retirement planning  |  december 8, 2022

5 Important Things You Should Know About RMDs

Once you turn age 72, you will need to take required minimum distributions (RMDs) from most retirement accounts, whether you need the money or not.

 

Key Insights

  • For IRAs, you must take your first RMD by April 1 (April 3 in 2023)* of the year after you turn age 72, regardless of whether or not you are retired. For each year after turning age 72, you must take an RMD by December 31.

  • If you have multiple individual retirement accounts (IRAs), you must calculate the appropriate RMD for each one. The total amount can be taken from one or more IRAs to satisfy the distribution—as long as the total RMD amount is withdrawn.

  • If you have multiple prior employer retirement accounts (such as 401(k)s), you will have to contact your prior employer to calculate the RMD and send you a distribution.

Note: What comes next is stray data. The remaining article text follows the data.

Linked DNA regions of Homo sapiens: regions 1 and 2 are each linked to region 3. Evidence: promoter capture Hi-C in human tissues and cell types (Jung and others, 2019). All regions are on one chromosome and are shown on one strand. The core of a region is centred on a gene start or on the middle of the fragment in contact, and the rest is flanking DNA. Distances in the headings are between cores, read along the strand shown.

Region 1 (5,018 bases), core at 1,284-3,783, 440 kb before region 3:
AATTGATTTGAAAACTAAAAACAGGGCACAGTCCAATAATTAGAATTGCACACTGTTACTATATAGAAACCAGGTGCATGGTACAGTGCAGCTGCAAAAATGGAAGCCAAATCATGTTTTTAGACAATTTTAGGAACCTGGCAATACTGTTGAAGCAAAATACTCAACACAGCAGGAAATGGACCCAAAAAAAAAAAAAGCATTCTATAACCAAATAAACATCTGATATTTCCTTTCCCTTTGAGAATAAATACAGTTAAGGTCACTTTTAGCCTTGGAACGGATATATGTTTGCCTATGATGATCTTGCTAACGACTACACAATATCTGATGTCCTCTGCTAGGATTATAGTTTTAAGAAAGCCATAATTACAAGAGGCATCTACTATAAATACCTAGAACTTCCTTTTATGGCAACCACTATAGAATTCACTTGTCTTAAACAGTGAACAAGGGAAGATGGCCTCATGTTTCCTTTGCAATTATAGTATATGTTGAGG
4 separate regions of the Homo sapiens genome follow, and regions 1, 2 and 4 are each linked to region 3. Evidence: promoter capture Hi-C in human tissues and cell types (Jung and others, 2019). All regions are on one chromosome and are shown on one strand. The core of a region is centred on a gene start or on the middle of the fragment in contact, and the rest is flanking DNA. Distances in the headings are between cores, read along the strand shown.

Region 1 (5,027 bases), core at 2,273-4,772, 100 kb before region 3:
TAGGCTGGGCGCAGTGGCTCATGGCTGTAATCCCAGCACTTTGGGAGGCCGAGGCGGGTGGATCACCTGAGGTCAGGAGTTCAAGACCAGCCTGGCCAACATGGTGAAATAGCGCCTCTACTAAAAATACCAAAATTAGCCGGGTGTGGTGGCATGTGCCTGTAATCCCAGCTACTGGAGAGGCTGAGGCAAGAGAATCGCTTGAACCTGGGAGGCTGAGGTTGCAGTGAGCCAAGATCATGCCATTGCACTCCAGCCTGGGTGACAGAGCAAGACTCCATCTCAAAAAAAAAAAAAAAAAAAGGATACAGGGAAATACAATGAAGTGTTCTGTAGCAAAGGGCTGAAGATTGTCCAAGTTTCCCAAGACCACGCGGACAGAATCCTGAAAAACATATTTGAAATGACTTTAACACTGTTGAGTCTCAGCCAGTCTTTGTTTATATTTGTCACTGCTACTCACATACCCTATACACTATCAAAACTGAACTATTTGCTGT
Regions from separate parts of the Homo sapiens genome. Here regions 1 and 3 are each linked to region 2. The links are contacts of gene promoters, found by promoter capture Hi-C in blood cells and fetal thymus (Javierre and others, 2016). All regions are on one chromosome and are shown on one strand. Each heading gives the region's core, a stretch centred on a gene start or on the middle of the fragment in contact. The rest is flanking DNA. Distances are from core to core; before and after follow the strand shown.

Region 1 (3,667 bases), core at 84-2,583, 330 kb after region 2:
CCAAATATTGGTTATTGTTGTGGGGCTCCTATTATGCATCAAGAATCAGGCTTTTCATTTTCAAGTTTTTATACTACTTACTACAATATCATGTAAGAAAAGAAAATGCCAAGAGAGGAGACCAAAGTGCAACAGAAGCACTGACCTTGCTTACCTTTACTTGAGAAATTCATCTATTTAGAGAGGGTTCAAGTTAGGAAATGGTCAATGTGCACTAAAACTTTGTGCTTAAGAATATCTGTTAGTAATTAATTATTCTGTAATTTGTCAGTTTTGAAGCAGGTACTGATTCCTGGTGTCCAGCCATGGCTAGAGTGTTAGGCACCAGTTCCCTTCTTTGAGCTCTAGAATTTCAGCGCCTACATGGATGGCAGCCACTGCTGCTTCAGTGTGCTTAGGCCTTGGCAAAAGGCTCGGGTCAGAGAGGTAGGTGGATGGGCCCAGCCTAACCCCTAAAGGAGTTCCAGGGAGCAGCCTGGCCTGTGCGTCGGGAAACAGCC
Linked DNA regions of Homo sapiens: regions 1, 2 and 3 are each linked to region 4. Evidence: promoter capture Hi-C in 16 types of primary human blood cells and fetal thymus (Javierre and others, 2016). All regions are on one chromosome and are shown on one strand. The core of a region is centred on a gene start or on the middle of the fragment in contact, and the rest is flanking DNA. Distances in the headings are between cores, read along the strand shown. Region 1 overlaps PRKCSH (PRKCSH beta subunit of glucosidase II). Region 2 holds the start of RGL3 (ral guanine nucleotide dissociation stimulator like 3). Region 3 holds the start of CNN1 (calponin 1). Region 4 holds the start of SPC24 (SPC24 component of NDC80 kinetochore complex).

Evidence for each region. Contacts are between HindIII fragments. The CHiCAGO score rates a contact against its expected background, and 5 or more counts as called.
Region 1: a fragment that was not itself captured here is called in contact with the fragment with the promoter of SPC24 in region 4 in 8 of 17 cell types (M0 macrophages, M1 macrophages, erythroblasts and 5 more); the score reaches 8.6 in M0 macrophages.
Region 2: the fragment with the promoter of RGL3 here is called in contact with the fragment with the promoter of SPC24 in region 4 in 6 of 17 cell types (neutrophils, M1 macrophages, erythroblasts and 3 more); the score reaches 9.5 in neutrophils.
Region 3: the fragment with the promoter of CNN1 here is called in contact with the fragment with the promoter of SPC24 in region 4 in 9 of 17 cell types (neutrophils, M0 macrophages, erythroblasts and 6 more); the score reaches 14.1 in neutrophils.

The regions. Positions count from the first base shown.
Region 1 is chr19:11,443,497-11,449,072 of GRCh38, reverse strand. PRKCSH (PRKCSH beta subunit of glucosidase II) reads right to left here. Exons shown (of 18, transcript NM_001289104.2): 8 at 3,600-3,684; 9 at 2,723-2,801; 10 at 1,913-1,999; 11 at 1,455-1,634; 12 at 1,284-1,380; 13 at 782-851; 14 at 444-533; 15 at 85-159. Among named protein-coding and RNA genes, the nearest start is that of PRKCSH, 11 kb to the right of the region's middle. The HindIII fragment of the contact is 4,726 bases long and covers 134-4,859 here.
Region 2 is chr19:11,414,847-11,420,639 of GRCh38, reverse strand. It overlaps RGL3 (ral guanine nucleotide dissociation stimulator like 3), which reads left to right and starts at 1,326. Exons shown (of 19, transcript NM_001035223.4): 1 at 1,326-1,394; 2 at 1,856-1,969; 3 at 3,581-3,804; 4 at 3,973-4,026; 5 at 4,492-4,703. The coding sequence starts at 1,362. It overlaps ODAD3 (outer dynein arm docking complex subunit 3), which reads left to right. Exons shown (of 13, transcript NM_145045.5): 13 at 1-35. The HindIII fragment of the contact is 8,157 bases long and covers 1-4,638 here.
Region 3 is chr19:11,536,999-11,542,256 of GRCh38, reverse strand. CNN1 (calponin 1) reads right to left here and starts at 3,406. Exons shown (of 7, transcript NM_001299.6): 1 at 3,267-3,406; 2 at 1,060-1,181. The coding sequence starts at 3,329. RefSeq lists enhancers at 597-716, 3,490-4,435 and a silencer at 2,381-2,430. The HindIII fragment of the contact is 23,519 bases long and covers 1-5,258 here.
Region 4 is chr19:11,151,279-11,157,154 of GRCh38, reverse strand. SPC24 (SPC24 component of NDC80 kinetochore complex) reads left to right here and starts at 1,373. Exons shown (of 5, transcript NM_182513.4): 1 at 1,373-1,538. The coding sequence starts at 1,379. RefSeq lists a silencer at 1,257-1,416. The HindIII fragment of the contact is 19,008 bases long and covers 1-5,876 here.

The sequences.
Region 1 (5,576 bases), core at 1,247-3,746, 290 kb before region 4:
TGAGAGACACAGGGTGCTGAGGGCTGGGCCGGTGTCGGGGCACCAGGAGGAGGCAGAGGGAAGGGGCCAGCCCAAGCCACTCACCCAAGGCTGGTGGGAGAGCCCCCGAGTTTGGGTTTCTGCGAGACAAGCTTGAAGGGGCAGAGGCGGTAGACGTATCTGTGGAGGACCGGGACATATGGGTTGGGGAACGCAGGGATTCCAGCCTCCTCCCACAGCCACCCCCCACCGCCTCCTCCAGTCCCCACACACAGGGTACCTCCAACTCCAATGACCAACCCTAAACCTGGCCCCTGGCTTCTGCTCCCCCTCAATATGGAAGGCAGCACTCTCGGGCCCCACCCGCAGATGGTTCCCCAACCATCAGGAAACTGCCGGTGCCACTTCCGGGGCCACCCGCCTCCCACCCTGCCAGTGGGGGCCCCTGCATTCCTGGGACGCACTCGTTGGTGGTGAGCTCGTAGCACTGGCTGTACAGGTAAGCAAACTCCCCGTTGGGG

• Once the RMD is distributed, you don’t have to spend it, but it cannot remain in a tax-deferred account.

Judith Ward, CFP®

Thought Leadership Director

Generally, beginning at age 72, retirement account holders are required to take RMDs from their tax-deferred retirement accounts. These include Traditional, Rollover, SEP, and SIMPLE IRAs and employer-sponsored retirement plans. You must pay federal, and sometimes state, income taxes on the taxable amounts of these distributions.

“RMDs aren’t optional,” says Judith Ward, CFP®, a thought leadership director with T. Rowe Price. “If you don’t take your RMD, or take out too little, you may be faced with an IRS penalty tax of 50% of the amount not distributed.”

Below are five things you should know about RMDs:

1. When Do I Need to Take My RMD?

For IRAs, you must take your first RMD by April 1 of the year after you turn age 72 (April 3 in 2023), regardless of whether or not you are retired. Your second RMD must be taken by December 31 of that same year. And each year thereafter, you must take your RMD by December 31.